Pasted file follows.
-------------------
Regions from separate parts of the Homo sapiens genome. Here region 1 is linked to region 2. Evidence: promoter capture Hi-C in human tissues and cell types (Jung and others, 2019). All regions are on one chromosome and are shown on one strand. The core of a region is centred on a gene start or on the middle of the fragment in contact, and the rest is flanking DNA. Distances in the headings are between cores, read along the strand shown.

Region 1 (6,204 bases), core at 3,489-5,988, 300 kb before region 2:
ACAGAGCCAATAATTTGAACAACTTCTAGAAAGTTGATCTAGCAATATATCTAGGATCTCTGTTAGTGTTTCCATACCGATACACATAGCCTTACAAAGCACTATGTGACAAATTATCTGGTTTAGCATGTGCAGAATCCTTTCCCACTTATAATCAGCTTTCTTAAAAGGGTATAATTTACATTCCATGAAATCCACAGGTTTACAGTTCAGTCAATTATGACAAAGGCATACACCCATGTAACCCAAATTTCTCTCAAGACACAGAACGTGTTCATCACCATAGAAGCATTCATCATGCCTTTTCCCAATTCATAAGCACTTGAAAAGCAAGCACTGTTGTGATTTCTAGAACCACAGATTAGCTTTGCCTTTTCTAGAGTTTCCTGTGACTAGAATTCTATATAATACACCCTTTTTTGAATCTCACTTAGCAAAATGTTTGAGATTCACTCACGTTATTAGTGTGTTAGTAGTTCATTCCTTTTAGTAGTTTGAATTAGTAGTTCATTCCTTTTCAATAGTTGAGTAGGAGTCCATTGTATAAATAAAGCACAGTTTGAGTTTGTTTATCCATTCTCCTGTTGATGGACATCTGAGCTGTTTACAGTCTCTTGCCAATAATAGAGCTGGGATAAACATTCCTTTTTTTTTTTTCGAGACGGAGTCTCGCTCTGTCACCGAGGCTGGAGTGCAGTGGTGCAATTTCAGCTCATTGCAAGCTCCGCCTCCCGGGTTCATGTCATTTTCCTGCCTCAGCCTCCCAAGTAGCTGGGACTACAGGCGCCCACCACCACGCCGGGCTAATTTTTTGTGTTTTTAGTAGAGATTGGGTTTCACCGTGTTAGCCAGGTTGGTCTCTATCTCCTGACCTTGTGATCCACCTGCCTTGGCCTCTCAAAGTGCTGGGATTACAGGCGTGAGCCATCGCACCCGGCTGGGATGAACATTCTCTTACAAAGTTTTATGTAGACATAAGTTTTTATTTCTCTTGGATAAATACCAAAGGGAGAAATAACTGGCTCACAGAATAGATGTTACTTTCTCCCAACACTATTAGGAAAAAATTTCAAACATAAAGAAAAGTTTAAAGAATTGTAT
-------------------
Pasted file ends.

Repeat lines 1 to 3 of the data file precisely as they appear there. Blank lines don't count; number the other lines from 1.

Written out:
Regions from separate parts of the Homo sapiens genome. Here region 1 is linked to region 2. Evidence: promoter capture Hi-C in human tissues and cell types (Jung and others, 2019). All regions are on one chromosome and are shown on one strand. The core of a region is centred on a gene start or on the middle of the fragment in contact, and the rest is flanking DNA. Distances in the headings are between cores, read along the strand shown.

Region 1 (6,204 bases), core at 3,489-5,988, 300 kb before region 2:
ACAGAGCCAATAATTTGAACAACTTCTAGAAAGTTGATCTAGCAATATATCTAGGATCTCTGTTAGTGTTTCCATACCGATACACATAGCCTTACAAAGCACTATGTGACAAATTATCTGGTTTAGCATGTGCAGAATCCTTTCCCACTTATAATCAGCTTTCTTAAAAGGGTATAATTTACATTCCATGAAATCCACAGGTTTACAGTTCAGTCAATTATGACAAAGGCATACACCCATGTAACCCAAATTTCTCTCAAGACACAGAACGTGTTCATCACCATAGAAGCATTCATCATGCCTTTTCCCAATTCATAAGCACTTGAAAAGCAAGCACTGTTGTGATTTCTAGAACCACAGATTAGCTTTGCCTTTTCTAGAGTTTCCTGTGACTAGAATTCTATATAATACACCCTTTTTTGAATCTCACTTAGCAAAATGTTTGAGATTCACTCACGTTATTAGTGTGTTAGTAGTTCATTCCTTTTAGTAGTTTGAATTAGTAGTTCATTCCTTTTCAATAGTTGAGTAGGAGTCCATTGTATAAATAAAGCACAGTTTGAGTTTGTTTATCCATTCTCCTGTTGATGGACATCTGAGCTGTTTACAGTCTCTTGCCAATAATAGAGCTGGGATAAACATTCCTTTTTTTTTTTTCGAGACGGAGTCTCGCTCTGTCACCGAGGCTGGAGTGCAGTGGTGCAATTTCAGCTCATTGCAAGCTCCGCCTCCCGGGTTCATGTCATTTTCCTGCCTCAGCCTCCCAAGTAGCTGGGACTACAGGCGCCCACCACCACGCCGGGCTAATTTTTTGTGTTTTTAGTAGAGATTGGGTTTCACCGTGTTAGCCAGGTTGGTCTCTATCTCCTGACCTTGTGATCCACCTGCCTTGGCCTCTCAAAGTGCTGGGATTACAGGCGTGAGCCATCGCACCCGGCTGGGATGAACATTCTCTTACAAAGTTTTATGTAGACATAAGTTTTTATTTCTCTTGGATAAATACCAAAGGGAGAAATAACTGGCTCACAGAATAGATGTTACTTTCTCCCAACACTATTAGGAAAAAATTTCAAACATAAAGAAAAGTTTAAAGAATTGTAT